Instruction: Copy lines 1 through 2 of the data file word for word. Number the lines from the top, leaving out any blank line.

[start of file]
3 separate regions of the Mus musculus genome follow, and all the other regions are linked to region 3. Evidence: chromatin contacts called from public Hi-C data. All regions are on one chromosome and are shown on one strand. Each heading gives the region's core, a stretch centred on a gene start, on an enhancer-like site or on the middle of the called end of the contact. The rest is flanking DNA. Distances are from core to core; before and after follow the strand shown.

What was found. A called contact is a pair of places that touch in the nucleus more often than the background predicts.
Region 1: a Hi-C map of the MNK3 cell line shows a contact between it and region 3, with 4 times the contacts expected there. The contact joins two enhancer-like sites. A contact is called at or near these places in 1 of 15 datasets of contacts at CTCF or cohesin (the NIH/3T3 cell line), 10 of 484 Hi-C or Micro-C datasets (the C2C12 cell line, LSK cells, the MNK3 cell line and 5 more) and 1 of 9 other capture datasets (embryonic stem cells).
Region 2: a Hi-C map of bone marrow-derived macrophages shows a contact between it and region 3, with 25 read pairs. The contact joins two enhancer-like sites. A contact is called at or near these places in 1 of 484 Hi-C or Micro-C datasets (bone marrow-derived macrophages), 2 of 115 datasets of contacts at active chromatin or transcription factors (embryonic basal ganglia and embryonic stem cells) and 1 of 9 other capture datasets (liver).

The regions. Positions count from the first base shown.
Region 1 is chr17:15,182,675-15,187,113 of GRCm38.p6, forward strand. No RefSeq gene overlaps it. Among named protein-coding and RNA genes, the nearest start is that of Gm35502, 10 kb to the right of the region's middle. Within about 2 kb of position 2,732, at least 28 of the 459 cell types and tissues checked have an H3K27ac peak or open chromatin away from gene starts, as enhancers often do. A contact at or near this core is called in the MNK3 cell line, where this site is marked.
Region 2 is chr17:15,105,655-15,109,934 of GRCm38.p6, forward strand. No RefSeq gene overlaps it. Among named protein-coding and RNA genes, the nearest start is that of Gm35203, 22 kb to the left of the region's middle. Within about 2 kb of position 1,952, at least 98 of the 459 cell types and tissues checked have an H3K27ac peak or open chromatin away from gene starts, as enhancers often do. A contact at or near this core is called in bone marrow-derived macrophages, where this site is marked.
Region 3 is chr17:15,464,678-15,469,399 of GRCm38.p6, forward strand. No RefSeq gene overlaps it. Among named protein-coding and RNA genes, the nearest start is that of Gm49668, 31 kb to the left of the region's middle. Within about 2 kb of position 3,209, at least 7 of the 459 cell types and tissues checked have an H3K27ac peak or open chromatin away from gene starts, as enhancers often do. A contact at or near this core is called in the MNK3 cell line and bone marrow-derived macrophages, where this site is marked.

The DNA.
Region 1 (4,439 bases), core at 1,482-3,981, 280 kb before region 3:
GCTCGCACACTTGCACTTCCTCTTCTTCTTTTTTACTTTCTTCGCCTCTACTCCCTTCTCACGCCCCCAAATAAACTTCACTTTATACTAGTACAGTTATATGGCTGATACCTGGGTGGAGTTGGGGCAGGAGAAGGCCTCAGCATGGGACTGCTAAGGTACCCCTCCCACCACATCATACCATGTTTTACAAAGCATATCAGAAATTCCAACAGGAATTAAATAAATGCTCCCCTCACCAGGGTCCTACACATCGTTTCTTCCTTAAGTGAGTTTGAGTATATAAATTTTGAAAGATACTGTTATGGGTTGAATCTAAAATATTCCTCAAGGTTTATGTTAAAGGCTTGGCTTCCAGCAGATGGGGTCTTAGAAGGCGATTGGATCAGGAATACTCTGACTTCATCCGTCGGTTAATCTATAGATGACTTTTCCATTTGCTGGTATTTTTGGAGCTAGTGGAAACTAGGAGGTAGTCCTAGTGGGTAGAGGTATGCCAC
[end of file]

3 separate regions of the Mus musculus genome follow, and all the other regions are linked to region 3. Evidence: chromatin contacts called from public Hi-C data. All regions are on one chromosome and are shown on one strand. Each heading gives the region's core, a stretch centred on a gene start, on an enhancer-like site or on the middle of the called end of the contact. The rest is flanking DNA. Distances are from core to core; before and after follow the strand shown.

What was found. A called contact is a pair of places that touch in the nucleus more often than the background predicts.